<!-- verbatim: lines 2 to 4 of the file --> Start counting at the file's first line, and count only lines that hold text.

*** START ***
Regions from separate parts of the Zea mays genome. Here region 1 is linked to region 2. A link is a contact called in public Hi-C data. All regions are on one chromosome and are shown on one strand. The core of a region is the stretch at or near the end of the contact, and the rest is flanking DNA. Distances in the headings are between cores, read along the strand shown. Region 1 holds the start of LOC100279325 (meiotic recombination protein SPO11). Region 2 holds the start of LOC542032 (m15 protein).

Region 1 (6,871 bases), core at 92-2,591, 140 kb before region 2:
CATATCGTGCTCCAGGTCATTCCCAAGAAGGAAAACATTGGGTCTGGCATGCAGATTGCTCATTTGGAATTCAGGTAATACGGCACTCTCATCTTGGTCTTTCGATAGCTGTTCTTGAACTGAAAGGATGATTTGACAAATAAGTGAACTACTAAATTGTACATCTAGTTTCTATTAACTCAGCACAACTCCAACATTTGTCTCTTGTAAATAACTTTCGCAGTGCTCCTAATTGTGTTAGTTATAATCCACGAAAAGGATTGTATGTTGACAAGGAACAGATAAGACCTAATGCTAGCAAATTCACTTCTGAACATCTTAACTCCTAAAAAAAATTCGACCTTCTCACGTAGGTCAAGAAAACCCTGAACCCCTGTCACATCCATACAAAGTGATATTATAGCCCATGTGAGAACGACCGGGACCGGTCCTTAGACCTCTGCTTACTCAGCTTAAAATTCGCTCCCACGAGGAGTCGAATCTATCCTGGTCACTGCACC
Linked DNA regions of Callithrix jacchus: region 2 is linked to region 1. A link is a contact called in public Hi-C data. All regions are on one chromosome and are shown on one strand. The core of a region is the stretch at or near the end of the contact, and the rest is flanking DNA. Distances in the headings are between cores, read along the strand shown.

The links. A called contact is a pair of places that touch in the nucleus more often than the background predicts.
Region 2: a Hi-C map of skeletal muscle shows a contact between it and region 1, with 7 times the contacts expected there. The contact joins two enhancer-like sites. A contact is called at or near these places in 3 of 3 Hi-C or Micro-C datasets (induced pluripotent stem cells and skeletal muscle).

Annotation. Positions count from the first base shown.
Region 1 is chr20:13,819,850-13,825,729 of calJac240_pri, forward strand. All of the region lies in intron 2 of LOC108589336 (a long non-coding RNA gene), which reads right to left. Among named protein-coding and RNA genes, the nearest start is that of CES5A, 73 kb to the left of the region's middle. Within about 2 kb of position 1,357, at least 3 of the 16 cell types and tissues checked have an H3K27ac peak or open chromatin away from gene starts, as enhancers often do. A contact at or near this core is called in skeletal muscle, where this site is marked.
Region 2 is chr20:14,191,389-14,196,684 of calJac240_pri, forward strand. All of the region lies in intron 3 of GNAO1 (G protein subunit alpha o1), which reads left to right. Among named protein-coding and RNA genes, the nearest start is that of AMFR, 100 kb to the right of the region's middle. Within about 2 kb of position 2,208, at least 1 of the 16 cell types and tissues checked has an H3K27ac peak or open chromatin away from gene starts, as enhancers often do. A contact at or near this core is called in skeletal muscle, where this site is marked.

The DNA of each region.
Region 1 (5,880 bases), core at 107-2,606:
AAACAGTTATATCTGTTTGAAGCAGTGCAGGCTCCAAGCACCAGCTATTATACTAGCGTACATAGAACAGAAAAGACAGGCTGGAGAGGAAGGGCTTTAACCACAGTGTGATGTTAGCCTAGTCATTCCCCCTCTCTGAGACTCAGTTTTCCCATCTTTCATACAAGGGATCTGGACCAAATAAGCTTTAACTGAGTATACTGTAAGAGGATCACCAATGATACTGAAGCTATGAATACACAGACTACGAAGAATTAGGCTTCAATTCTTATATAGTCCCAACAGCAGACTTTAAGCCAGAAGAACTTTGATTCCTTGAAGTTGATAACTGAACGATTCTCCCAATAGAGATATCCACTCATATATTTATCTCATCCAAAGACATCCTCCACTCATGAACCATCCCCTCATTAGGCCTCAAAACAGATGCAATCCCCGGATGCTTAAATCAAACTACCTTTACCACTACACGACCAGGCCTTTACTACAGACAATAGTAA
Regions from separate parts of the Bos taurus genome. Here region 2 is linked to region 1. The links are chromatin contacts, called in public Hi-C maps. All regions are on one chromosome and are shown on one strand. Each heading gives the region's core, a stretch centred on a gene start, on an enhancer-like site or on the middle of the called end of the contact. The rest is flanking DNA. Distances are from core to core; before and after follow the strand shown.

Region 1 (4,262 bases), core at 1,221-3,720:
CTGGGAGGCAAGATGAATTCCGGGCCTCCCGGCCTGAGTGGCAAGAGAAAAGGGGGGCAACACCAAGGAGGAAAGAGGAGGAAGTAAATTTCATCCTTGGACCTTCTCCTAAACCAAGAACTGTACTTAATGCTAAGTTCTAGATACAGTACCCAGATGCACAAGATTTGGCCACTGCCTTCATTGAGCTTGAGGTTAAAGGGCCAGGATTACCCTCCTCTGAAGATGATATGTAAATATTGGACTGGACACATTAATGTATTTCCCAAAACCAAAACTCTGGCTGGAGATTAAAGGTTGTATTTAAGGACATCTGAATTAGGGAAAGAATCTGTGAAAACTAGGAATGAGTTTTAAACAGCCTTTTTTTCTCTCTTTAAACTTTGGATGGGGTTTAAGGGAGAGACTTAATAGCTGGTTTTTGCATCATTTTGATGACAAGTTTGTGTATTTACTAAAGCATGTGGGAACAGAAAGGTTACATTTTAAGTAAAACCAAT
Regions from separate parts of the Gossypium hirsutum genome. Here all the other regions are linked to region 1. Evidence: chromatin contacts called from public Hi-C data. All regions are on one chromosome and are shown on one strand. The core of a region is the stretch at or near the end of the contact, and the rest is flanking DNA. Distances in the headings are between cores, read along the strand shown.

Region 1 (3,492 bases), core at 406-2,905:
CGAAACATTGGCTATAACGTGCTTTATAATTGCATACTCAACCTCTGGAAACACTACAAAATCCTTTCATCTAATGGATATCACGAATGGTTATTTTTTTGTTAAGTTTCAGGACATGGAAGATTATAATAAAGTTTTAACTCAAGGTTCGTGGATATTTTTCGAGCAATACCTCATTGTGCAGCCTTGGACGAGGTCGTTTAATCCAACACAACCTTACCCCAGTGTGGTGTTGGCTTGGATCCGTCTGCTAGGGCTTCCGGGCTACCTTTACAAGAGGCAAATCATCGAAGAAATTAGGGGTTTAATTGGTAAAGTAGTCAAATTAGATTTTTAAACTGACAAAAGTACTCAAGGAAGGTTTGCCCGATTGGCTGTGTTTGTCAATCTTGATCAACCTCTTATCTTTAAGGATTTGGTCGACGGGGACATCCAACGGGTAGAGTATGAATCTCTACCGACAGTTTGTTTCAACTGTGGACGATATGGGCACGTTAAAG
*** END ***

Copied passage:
Region 1 (6,871 bases), core at 92-2,591, 140 kb before region 2:
CATATCGTGCTCCAGGTCATTCCCAAGAAGGAAAACATTGGGTCTGGCATGCAGATTGCTCATTTGGAATTCAGGTAATACGGCACTCTCATCTTGGTCTTTCGATAGCTGTTCTTGAACTGAAAGGATGATTTGACAAATAAGTGAACTACTAAATTGTACATCTAGTTTCTATTAACTCAGCACAACTCCAACATTTGTCTCTTGTAAATAACTTTCGCAGTGCTCCTAATTGTGTTAGTTATAATCCACGAAAAGGATTGTATGTTGACAAGGAACAGATAAGACCTAATGCTAGCAAATTCACTTCTGAACATCTTAACTCCTAAAAAAAATTCGACCTTCTCACGTAGGTCAAGAAAACCCTGAACCCCTGTCACATCCATACAAAGTGATATTATAGCCCATGTGAGAACGACCGGGACCGGTCCTTAGACCTCTGCTTACTCAGCTTAAAATTCGCTCCCACGAGGAGTCGAATCTATCCTGGTCACTGCACC
Linked DNA regions of Callithrix jacchus: region 2 is linked to region 1. A link is a contact called in public Hi-C data. All regions are on one chromosome and are shown on one strand. The core of a region is the stretch at or near the end of the contact, and the rest is flanking DNA. Distances in the headings are between cores, read along the strand shown.